A discussion on the growing interest in commercial heat pumps, how they contribute to lowering building emissions, and the incentives and benefits that are driving the upward trajectory of the category.
Morris had me on the phone. It was 1974 and he was calling from Brooklyn, New York. I had a waxed handlebar mustache that year, and my workmates at the manufacturers’ rep were calling me Rollie Fingers because he was pitching for the Oakland Athletics in the World Series. Looking at those 1974 photos, I realize that the ‘stache was not one of my best ideas, but the 1970s were their own time and no one can change that.
Heat pump technology is becoming increasingly recognized as the way forward to achieve decarbonization goals. According to a 2022 report by the International Energy Agency, while 190 million heat pump units were in operation in buildings worldwide in 2021, heat pumps still only meet about 10% of the global heating need in buildings — below the deployment level required to get on track with Net Zero emissions by 2050. Which leaves lots of opportunity for growth in this market.
METUS' Cain White discusses commercial water heating trends.
January 26, 2023
As the United States moves to decarbonize commercial and residential building structures, all eyes turn to heat pumps as a way to increase energy efficiency and reduce carbon emissions for not only space heating but domestic hot water as well.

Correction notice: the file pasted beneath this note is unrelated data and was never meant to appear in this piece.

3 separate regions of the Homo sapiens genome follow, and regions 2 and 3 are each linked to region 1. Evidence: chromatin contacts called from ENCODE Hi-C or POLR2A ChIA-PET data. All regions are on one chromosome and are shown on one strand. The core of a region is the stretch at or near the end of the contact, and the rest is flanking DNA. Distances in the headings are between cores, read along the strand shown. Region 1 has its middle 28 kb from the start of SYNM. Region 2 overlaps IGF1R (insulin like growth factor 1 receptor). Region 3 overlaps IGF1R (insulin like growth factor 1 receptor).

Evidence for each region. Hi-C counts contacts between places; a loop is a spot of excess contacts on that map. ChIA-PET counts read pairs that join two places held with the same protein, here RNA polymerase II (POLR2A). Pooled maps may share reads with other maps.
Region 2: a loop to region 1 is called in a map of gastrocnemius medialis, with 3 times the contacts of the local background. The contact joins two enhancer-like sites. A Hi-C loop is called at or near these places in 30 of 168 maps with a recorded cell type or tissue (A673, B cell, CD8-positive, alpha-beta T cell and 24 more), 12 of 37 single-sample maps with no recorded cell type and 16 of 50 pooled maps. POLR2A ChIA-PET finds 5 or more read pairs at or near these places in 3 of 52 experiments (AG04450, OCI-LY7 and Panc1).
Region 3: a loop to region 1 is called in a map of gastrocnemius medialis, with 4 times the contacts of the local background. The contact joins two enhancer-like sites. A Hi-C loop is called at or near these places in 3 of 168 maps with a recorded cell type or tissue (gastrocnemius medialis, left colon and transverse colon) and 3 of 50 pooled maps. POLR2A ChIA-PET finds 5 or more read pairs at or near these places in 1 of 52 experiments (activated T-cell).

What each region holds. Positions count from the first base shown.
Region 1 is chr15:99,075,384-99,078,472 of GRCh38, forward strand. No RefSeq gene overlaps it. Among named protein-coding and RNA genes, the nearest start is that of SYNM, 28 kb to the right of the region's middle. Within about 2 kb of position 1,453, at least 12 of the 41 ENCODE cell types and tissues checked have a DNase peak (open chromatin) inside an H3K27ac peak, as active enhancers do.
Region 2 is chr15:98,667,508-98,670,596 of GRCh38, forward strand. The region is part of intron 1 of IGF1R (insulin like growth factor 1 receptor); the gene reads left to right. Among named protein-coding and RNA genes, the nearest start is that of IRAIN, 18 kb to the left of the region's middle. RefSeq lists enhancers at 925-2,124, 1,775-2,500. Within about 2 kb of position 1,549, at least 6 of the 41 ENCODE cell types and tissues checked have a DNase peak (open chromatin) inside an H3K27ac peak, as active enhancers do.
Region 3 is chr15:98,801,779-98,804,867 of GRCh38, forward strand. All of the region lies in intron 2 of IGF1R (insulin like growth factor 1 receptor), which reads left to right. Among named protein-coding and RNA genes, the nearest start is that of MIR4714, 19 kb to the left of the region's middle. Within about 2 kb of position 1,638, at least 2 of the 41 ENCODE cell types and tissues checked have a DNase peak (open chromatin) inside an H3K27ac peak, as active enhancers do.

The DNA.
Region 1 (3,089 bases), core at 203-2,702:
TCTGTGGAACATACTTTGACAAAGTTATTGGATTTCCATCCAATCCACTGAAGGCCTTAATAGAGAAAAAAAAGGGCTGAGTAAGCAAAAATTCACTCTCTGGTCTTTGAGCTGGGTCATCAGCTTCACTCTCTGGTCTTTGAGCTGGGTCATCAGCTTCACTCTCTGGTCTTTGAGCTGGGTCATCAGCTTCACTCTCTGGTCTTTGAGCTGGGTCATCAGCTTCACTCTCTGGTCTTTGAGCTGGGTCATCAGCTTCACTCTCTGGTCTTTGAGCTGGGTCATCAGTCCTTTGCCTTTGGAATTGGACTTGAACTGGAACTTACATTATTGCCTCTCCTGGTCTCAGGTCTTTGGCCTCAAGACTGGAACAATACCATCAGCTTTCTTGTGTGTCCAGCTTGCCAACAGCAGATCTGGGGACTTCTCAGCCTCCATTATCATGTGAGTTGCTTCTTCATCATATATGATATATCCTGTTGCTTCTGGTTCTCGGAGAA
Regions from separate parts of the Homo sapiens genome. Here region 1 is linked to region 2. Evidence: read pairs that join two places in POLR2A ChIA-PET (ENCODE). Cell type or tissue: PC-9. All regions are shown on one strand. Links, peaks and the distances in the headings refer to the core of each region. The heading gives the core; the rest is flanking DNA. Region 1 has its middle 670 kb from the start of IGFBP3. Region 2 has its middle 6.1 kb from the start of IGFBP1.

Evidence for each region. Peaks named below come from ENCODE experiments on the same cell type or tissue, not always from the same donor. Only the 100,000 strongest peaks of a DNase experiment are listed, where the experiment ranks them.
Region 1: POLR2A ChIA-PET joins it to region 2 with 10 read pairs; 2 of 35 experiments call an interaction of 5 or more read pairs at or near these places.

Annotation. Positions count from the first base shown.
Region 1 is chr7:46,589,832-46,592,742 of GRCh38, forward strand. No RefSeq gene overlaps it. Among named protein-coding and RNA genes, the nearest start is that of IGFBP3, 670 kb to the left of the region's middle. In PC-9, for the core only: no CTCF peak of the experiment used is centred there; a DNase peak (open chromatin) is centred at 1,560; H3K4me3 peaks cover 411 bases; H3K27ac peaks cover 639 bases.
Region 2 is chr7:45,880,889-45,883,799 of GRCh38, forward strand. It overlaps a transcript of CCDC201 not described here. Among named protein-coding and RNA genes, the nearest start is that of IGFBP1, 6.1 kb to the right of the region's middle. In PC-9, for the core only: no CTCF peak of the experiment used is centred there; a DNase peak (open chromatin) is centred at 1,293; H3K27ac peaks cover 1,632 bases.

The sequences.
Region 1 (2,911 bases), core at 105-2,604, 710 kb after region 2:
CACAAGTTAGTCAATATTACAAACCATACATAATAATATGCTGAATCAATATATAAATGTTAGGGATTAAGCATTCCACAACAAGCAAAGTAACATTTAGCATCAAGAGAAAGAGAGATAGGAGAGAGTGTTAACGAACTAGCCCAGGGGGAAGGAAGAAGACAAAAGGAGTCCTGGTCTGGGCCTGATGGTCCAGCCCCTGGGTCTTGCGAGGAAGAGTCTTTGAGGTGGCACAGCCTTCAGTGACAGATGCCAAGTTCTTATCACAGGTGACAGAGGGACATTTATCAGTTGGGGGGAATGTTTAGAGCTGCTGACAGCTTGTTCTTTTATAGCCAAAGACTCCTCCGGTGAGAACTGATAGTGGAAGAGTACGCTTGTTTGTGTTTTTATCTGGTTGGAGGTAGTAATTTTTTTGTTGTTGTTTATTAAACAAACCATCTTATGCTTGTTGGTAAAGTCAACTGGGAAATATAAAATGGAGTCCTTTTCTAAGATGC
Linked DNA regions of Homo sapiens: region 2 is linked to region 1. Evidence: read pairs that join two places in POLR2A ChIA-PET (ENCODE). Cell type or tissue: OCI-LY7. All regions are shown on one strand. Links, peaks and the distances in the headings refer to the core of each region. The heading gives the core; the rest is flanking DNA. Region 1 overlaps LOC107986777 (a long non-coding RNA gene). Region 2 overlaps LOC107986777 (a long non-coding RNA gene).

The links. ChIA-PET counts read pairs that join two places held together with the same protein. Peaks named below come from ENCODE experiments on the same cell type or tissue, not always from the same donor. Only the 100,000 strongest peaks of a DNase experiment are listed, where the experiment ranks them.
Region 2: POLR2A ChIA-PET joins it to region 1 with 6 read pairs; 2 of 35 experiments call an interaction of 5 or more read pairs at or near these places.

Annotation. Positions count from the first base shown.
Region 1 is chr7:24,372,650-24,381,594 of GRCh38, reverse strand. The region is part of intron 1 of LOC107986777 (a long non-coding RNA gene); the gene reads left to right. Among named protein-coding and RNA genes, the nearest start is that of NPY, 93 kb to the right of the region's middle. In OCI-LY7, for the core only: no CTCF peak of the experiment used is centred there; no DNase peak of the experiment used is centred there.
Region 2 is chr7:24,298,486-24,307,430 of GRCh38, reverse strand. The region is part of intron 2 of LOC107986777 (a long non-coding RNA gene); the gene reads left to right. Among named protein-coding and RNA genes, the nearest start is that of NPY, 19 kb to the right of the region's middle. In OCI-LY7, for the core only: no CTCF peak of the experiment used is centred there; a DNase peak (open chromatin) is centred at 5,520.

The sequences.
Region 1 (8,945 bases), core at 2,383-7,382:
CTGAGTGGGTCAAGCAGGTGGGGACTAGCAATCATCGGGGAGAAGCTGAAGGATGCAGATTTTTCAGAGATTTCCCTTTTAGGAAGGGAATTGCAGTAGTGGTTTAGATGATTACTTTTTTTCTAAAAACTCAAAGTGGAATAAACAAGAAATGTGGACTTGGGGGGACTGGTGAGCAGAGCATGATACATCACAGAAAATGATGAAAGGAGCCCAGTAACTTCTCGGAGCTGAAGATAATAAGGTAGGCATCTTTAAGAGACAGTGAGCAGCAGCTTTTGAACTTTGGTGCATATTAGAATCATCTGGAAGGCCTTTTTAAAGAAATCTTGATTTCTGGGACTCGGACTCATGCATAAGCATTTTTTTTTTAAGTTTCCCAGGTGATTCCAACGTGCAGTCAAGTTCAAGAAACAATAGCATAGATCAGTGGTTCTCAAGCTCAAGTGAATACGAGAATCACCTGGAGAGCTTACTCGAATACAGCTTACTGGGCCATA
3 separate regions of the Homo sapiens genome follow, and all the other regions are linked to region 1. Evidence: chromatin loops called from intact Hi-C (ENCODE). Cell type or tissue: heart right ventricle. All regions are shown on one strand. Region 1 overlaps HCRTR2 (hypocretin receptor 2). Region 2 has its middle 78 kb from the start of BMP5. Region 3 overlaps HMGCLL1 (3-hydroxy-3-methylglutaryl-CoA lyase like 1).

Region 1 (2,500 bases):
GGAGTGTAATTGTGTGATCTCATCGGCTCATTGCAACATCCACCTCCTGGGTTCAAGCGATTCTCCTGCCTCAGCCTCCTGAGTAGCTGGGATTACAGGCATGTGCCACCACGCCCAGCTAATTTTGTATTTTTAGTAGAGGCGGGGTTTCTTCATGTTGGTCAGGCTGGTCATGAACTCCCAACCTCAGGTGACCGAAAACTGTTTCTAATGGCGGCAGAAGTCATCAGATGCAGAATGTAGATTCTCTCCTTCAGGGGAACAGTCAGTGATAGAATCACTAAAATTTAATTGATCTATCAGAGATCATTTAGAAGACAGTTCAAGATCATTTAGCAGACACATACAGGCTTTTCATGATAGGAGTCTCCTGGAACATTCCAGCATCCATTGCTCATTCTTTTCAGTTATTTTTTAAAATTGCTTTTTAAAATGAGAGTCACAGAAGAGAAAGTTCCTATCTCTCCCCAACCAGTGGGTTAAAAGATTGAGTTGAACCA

The technologies on display support Mitsubishi Electric’s vision of a sustainable smart society that promotes accelerated decarbonization, re-use of resources and safety, security and well-being for all people.
ASHRAE, along with 24 of the world’s leading building industry organizations issued a statement to government representatives attending the United Nations Climate Change Conference of the Parties (COP 27) pledging to assume a leadership role in decarbonization efforts in the built environment.
Last month, Congress passed the Inflation Reduction Act, representing the largest investment in clean energy sources in U.S. history. Though the bill is entitled “Inflation Reduction Act,” it's really a “climate change bill with a side helping of health reform,” as New York Times Columnist Paul Krugman describes.